Lynn Underwood

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"Lynn Underwood is currently doing research, writing and strategic consulting for academic presses, governmental organizations, foundations, and journals from a consulting firm, Research Integration, as well as conducting workshops. Most recently she was Professor of Biomedical Humanities at Hiram College. Her current research consulting includes projects with Harvard University and the University of Connecticut. Elected Fellow of the Academy of Behavioral Medicine Research, she was a member of the Advisory Board of the National Center for Rehabilitation Research of the NIH, a member of a working group on the Stigma of Mental Illness with the National Institute of Mental Health, and Behavioral Factors and Health with the National Science Foundation, and a Liberty Fund project on Human Freedom and Neurosurgery. Awarded a Library of Congress Kluge Fellowship, and a member of the Templeton Advisory Board for many years, she has been a member of the European Research Network, contributing work on the Nature of the Human Person in Dire Circumstances, which addressed neurological, psychological and spiritual issues in that context.

"She has co-edited The Science of Compassionate Love: Theory, Research and Applications (Wiley-Blackwell 2009), Measuring Stress: A Guide for Health and Social Scientists (Oxford University Press, 1997); Social Support Measurement and Intervention: A Guide for Health and Social Scientists (Oxford, 2000); Altruism and Altruistic Love: Science, Philosophy and Religion in Dialogue (Oxford, 2002) and Relational Processes and DSM-V: Neuroscience, Assessment, Prevention, and Treatment (2006). Recent articles include those on the Daily Spiritual Experience Scale (DSES, DSE Scale), a measure she developed which is being used worldwide (including translation into 40 languages), an article on the doctor-patient relationship, a qualitative study of compassionate love in Christian monks, a publication on the methodology of self-report in the social sciences, and an article on the nature of time in clinical medicine. She recently wrote a book on the DSE Scale, for professional and person use, Spiritual Connection in Daily Life (2012) and her website is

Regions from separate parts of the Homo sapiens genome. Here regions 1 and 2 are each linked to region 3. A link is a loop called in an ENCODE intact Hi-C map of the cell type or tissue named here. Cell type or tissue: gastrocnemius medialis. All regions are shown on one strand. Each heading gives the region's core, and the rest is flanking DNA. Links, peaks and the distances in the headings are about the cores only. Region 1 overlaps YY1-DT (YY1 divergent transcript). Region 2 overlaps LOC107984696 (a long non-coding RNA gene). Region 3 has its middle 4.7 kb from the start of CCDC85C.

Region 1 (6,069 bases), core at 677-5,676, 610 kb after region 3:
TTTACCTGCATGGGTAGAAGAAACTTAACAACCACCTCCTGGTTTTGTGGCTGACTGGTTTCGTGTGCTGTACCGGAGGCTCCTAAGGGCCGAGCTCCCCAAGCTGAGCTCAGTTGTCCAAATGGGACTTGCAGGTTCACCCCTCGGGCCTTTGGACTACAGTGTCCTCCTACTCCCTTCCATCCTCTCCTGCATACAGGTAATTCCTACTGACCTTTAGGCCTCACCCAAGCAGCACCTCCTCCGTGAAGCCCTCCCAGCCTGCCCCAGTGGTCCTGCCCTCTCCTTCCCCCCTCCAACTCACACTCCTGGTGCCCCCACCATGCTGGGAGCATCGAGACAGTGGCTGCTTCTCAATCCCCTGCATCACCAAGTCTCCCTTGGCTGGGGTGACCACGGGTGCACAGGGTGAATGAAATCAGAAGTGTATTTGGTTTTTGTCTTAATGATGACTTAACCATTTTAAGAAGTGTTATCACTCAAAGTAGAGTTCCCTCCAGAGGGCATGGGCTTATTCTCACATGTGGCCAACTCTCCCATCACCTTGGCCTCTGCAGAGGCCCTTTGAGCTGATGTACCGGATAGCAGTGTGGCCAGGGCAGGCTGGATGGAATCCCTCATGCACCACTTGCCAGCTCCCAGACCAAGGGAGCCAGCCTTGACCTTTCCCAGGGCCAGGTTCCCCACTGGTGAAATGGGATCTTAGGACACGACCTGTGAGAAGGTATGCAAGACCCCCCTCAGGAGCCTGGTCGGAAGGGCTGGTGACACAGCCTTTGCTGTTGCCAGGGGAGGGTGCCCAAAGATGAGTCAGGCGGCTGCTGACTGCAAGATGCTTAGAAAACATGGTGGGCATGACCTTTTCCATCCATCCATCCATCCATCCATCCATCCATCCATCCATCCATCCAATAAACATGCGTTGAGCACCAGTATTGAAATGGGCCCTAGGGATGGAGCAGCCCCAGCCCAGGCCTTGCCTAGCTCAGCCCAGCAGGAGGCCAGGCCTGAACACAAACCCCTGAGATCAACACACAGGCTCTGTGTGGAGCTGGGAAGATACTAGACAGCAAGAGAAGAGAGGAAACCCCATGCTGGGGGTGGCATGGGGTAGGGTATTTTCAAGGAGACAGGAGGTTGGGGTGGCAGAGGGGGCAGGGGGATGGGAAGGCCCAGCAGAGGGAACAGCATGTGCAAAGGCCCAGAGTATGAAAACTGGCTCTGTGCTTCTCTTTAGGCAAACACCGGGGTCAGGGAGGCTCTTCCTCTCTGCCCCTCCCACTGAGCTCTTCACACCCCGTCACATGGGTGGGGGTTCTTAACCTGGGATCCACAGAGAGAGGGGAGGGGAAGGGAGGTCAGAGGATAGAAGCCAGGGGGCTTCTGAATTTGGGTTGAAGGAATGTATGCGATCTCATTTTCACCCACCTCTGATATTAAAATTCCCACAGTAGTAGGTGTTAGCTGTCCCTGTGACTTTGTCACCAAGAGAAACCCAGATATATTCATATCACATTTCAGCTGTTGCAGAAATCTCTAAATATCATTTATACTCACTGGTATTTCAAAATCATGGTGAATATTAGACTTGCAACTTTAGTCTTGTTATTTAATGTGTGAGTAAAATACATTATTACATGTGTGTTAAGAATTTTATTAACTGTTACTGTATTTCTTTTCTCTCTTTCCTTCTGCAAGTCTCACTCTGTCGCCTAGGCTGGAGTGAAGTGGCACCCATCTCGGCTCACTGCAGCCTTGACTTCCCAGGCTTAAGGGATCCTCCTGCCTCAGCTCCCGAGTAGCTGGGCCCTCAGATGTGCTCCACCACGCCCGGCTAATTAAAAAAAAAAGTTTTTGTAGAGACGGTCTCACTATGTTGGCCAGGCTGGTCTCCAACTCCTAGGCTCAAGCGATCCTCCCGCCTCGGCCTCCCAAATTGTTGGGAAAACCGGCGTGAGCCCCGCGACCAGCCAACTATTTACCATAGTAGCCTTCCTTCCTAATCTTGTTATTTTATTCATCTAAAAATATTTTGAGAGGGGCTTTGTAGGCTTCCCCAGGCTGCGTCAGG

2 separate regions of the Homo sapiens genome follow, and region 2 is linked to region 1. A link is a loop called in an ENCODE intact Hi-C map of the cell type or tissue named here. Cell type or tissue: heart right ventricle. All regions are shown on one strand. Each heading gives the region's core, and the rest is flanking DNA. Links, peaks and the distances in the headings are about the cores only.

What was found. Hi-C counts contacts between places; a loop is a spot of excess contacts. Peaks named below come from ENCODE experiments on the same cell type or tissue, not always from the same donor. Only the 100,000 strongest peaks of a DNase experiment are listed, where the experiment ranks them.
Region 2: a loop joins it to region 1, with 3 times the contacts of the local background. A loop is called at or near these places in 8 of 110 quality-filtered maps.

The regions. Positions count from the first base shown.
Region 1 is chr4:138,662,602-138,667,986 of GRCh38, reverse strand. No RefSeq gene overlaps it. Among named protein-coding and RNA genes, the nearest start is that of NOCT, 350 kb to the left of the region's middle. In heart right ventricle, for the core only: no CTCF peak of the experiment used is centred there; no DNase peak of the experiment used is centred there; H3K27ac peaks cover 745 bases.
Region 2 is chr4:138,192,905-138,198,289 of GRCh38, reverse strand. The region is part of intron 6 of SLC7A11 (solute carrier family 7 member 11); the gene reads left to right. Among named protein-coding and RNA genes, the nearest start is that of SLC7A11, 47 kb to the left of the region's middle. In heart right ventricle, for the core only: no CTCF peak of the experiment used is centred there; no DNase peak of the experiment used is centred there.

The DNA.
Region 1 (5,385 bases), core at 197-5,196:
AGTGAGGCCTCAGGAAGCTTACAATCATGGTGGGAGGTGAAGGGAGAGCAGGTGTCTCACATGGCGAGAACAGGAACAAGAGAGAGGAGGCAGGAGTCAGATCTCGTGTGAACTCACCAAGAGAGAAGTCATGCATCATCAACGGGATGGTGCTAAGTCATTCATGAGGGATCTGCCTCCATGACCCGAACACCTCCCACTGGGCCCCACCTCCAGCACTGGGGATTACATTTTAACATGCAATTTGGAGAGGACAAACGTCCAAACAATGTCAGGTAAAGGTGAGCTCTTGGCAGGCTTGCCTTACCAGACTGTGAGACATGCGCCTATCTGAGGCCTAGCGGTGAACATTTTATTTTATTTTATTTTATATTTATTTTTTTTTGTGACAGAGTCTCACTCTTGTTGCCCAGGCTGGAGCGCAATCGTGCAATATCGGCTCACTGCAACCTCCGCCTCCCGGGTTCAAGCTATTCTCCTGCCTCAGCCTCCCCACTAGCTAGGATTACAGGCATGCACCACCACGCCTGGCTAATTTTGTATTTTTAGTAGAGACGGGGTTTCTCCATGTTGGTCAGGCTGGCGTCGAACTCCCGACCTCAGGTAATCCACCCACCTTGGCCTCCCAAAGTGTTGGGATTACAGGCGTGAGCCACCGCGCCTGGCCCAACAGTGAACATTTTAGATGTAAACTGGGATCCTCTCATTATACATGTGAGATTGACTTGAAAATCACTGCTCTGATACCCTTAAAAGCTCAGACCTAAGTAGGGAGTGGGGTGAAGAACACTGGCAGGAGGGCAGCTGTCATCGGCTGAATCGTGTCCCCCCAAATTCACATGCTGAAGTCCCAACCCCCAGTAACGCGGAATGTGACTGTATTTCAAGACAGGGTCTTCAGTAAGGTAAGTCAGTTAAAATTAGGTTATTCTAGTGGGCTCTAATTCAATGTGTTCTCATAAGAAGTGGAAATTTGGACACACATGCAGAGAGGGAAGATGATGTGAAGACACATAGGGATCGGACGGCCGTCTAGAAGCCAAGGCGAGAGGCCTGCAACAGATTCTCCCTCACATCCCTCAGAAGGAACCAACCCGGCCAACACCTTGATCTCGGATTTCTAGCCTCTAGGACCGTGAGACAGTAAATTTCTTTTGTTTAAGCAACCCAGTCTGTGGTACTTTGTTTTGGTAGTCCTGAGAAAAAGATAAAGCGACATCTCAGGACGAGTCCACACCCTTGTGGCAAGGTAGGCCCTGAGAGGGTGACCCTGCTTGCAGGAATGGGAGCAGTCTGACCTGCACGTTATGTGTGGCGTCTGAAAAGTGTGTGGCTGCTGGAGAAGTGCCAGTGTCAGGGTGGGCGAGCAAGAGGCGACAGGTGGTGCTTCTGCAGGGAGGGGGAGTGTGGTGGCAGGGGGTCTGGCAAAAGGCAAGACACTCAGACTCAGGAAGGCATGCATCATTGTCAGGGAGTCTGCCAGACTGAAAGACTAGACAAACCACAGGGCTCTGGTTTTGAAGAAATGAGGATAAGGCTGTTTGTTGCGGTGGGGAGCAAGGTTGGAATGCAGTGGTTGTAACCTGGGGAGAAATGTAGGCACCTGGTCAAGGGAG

"Serving as Vice President for an endowed operating foundation, the Fetzer Institute, she initiated and developed a research program from 1992 – 2004 to study the psychosocial and spiritual aspects of health. In this capacity in 1994 she pulled together a meeting at the National Institute on Aging on Conceptual and Methodological issues in Religion, Health and Aging. Outcomes from that meeting included a joint working group on measurement issues, a general increase in attention to quality of work produced, and increased funding by the NIA and others in this area. In 1995 she led the co-sponsorship of a meeting on Religion, Spirituality and Disability with the NIH (NICHD), following that up with an RFP (request for proposals). In 1997-99 she led a joint initiative with the National Institute on Alcoholism (NIAAA) at the NIH on Spirituality, Religion and Alcohol Research that resulted in a $3M joint RFP with the NIAAA. Other areas supported by RFP’s she developed include the role of Spirituality/Religiousness in End of Life research, Measurement issues in Spirituality and Religiousness, and Compassionate Love Research. She has also worked with the World Health Organization on a quality of life measure that includes a spiritual/religious dimension."[1]

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  1. Institute for Research on Unlimited Love Advisory Board, organizational web page, accessed July 15, 2018.